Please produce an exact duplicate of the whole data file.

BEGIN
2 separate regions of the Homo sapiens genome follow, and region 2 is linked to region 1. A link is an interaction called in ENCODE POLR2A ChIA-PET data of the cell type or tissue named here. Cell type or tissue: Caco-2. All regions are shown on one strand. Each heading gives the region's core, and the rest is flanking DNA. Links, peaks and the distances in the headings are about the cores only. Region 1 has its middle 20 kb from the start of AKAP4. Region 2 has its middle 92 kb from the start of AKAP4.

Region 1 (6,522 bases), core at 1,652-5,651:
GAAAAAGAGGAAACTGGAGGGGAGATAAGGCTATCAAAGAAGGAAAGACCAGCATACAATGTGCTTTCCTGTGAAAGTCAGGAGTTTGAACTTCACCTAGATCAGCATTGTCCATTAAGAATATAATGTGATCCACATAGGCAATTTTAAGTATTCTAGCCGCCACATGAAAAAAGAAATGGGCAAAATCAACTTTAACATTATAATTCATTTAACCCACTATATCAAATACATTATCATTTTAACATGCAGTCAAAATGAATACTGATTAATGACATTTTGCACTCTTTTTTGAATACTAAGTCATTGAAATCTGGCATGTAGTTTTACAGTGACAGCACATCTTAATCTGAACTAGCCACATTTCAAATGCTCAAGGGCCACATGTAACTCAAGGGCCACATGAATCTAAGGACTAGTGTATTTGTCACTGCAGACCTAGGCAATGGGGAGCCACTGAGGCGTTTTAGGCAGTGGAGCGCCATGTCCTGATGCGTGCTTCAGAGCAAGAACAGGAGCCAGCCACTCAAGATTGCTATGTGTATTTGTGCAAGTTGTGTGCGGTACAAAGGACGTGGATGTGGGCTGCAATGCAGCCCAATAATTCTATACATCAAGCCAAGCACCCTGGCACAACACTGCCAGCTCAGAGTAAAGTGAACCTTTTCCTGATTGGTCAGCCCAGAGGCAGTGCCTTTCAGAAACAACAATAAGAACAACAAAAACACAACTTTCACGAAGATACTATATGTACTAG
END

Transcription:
2 separate regions of the Homo sapiens genome follow, and region 2 is linked to region 1. A link is an interaction called in ENCODE POLR2A ChIA-PET data of the cell type or tissue named here. Cell type or tissue: Caco-2. All regions are shown on one strand. Each heading gives the region's core, and the rest is flanking DNA. Links, peaks and the distances in the headings are about the cores only. Region 1 has its middle 20 kb from the start of AKAP4. Region 2 has its middle 92 kb from the start of AKAP4.

Region 1 (6,522 bases), core at 1,652-5,651:
GAAAAAGAGGAAACTGGAGGGGAGATAAGGCTATCAAAGAAGGAAAGACCAGCATACAATGTGCTTTCCTGTGAAAGTCAGGAGTTTGAACTTCACCTAGATCAGCATTGTCCATTAAGAATATAATGTGATCCACATAGGCAATTTTAAGTATTCTAGCCGCCACATGAAAAAAGAAATGGGCAAAATCAACTTTAACATTATAATTCATTTAACCCACTATATCAAATACATTATCATTTTAACATGCAGTCAAAATGAATACTGATTAATGACATTTTGCACTCTTTTTTGAATACTAAGTCATTGAAATCTGGCATGTAGTTTTACAGTGACAGCACATCTTAATCTGAACTAGCCACATTTCAAATGCTCAAGGGCCACATGTAACTCAAGGGCCACATGAATCTAAGGACTAGTGTATTTGTCACTGCAGACCTAGGCAATGGGGAGCCACTGAGGCGTTTTAGGCAGTGGAGCGCCATGTCCTGATGCGTGCTTCAGAGCAAGAACAGGAGCCAGCCACTCAAGATTGCTATGTGTATTTGTGCAAGTTGTGTGCGGTACAAAGGACGTGGATGTGGGCTGCAATGCAGCCCAATAATTCTATACATCAAGCCAAGCACCCTGGCACAACACTGCCAGCTCAGAGTAAAGTGAACCTTTTCCTGATTGGTCAGCCCAGAGGCAGTGCCTTTCAGAAACAACAATAAGAACAACAAAAACACAACTTTCACGAAGATACTATATGTACTAG